Every year as we edge ever closer to 11th November, without fail, that debate rears its head. That debate of course being: what does wearing a poppy actually mean?
Quite frankly, it’s a debate that makes me despair. What critical social commentators signally fail to understand is that their very right to speak out against a way of thinking, a government and its decisions, its people and their actions, was won by those people whom we stand silently to remember on the 11th.
The red poppy is not a warmongering symbol but is instead a dignified nod from many of us that proudly wear it, to say thank you, for sacrifices made by others for our freedom today. We won’t forget.
Remembrance Sunday is not the day to debate the morals of war, the acts of war or to remonstrate with the individuals that engaged our country in war. Those conversations can be had on any of the other 364 days of the year.
Yesterday I attended two church services in Kent, the first in the parish of Leybourne, and second at West Malling. Whilst I have been to many of the wreath laying services across the country, before yesterday I hadn’t been to a church service. I was struck by two things. Firstly, both services were fantastically well attended, standing room only.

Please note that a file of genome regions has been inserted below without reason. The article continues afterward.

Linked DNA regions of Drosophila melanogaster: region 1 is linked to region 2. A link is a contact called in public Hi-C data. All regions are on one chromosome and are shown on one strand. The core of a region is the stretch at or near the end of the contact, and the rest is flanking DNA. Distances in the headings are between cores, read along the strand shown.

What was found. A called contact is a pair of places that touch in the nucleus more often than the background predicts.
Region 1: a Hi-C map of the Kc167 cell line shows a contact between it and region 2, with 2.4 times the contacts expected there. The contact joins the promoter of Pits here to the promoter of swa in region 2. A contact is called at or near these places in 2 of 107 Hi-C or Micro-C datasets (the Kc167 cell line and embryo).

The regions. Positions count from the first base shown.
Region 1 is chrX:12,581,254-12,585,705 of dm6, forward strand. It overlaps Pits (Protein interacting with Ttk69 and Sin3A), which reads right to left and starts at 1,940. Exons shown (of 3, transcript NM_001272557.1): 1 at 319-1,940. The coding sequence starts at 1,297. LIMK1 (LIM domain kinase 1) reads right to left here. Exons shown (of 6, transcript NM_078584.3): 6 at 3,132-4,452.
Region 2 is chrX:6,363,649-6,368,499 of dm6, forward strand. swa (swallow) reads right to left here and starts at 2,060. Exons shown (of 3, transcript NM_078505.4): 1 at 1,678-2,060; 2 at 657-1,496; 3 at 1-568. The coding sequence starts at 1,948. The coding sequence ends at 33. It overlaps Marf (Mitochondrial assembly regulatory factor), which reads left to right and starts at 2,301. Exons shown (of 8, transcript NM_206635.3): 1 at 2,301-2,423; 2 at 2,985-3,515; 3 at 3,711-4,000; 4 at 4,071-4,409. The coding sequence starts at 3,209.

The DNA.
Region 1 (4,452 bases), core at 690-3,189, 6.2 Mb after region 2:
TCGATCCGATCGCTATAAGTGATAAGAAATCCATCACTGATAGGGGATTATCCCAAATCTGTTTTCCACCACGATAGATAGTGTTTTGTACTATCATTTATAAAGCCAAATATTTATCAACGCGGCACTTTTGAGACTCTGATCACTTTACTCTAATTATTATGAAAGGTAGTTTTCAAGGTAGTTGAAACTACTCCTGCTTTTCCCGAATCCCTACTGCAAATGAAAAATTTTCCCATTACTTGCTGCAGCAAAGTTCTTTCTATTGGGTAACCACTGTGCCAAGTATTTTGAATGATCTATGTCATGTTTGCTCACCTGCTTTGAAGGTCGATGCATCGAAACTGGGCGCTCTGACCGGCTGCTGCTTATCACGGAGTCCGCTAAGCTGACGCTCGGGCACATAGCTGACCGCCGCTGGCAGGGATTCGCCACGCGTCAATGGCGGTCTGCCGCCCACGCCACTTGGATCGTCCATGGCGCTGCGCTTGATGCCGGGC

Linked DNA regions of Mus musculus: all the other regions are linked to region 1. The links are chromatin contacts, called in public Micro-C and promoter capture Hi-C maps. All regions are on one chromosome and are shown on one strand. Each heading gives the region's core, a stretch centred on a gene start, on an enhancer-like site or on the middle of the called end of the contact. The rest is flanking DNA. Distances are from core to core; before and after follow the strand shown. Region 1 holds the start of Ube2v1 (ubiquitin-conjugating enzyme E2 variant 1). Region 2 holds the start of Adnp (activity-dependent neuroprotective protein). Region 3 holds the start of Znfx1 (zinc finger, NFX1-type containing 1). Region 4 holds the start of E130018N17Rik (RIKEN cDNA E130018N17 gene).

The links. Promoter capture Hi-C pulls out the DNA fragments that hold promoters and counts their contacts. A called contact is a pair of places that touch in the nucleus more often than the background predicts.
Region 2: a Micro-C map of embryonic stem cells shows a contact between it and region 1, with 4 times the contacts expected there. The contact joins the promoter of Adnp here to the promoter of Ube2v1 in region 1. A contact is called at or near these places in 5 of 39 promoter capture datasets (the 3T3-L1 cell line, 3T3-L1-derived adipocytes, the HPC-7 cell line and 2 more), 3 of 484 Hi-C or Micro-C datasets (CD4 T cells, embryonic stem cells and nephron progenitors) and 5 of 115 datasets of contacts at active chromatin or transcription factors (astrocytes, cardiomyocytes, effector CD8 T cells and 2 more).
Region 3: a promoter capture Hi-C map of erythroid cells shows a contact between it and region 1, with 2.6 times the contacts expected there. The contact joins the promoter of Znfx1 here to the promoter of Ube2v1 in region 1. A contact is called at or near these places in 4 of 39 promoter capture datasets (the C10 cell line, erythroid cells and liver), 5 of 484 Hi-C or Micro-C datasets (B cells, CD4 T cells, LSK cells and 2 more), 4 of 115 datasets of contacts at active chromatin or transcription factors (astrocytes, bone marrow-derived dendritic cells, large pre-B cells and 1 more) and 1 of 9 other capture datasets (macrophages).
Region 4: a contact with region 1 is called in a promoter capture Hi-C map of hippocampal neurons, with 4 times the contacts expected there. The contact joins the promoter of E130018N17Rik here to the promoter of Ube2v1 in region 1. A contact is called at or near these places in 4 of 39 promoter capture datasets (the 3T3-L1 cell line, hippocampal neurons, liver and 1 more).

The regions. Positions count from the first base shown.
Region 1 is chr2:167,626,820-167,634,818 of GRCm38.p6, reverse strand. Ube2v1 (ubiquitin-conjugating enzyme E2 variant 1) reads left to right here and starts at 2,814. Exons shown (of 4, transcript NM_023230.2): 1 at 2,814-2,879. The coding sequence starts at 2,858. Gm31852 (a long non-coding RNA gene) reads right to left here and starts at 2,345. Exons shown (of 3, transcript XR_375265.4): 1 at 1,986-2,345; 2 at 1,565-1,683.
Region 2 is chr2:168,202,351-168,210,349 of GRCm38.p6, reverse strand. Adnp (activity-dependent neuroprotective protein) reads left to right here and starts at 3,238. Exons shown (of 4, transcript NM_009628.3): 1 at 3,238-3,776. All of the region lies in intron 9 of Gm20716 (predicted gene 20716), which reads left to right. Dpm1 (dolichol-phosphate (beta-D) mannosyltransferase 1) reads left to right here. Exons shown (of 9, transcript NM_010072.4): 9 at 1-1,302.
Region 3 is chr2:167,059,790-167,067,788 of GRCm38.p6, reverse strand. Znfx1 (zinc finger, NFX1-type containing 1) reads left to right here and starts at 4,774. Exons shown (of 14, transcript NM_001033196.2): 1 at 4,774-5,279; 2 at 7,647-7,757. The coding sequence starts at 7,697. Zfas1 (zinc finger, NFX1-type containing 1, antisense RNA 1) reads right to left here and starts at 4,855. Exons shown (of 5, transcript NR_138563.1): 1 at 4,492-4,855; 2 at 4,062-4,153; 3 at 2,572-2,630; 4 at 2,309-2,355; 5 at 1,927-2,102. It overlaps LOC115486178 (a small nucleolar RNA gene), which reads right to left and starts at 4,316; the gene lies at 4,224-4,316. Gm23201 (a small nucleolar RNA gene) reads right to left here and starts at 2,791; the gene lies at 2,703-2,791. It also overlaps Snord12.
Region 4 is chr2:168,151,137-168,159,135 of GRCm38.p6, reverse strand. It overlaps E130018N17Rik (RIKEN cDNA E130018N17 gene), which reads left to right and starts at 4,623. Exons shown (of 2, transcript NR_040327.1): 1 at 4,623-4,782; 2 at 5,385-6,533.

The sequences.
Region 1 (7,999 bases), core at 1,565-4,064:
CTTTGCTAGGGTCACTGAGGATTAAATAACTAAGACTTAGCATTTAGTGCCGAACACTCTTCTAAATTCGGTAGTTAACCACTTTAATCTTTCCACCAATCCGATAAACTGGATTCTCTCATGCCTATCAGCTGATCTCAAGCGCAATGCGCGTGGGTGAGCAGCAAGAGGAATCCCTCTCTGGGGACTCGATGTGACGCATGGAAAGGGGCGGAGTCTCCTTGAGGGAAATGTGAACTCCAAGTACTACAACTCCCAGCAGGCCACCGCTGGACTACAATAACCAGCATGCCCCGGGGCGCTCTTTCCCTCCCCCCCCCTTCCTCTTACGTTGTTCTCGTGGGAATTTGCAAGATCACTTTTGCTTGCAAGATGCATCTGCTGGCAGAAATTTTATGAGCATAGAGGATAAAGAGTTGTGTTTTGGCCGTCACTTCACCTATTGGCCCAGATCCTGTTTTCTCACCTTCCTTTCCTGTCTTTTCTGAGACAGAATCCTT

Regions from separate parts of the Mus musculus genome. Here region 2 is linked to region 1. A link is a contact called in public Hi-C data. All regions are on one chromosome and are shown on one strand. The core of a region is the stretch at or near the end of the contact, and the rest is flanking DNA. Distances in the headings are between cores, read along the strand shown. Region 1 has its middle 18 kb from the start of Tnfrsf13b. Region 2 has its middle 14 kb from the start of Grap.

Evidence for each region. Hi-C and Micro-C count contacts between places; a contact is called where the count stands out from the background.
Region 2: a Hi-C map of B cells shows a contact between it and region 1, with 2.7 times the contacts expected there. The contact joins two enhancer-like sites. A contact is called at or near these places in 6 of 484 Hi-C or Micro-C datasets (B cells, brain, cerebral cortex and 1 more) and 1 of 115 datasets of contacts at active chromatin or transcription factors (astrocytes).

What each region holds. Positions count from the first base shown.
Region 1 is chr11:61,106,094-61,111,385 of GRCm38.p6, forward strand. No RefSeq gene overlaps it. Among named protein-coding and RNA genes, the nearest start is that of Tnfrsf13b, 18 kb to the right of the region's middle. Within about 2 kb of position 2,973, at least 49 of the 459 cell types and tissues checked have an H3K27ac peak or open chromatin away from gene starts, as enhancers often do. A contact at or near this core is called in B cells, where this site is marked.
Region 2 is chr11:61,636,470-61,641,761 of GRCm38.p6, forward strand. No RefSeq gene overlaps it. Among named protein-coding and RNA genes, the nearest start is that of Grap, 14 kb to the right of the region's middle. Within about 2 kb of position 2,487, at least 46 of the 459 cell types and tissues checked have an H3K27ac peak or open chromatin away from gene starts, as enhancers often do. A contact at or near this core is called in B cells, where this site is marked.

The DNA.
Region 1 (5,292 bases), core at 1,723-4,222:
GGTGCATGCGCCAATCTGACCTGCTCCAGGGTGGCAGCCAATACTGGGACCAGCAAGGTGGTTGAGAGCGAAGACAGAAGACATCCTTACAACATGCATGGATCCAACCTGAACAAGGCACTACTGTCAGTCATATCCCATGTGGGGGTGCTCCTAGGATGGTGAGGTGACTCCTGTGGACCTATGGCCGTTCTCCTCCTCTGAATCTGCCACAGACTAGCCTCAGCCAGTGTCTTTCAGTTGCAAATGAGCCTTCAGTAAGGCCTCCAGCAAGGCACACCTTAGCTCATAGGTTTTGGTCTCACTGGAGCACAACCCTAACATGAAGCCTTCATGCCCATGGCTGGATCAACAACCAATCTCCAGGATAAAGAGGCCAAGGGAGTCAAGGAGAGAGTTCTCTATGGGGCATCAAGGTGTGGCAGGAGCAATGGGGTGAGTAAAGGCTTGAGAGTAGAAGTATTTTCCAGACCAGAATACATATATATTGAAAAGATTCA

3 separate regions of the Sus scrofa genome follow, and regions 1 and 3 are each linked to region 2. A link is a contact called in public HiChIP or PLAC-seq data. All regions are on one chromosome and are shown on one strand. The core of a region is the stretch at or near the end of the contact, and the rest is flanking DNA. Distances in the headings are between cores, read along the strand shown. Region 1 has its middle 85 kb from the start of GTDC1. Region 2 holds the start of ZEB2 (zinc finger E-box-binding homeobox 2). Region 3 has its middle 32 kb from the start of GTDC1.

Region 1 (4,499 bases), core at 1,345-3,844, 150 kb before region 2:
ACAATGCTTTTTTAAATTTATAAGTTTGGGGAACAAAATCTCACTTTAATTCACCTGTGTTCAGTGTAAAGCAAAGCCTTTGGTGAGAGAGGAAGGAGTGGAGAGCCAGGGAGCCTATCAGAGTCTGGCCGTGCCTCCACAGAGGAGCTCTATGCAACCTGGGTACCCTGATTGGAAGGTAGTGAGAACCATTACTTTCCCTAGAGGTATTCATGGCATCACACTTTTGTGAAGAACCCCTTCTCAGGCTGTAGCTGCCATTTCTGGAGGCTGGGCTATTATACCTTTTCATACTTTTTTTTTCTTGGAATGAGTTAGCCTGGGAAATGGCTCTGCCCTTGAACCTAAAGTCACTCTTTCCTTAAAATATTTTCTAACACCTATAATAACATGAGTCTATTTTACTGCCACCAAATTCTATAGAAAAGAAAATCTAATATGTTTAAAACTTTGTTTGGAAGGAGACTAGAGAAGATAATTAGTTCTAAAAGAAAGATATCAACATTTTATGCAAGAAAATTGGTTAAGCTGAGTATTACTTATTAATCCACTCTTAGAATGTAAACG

There was an atmosphere of great unity within the churches, that of an unspoken understanding that somehow, each of us were connected in some way to the wars that have passed, and those that our country still fights. Secondly, the congregations were a made up of a lovely mixture of young and old.
Later on in the afternoon when I was scrolling through my facebook newsfeed, every other post was that of friends attending different services across the country. Yesterday I certainly felt a great deal of pride: in our armed forces, in our country which commemorates them with such dignity, but most of all in our communities who gathered together to pay their respects to those men and women who never came home.
We will remember them.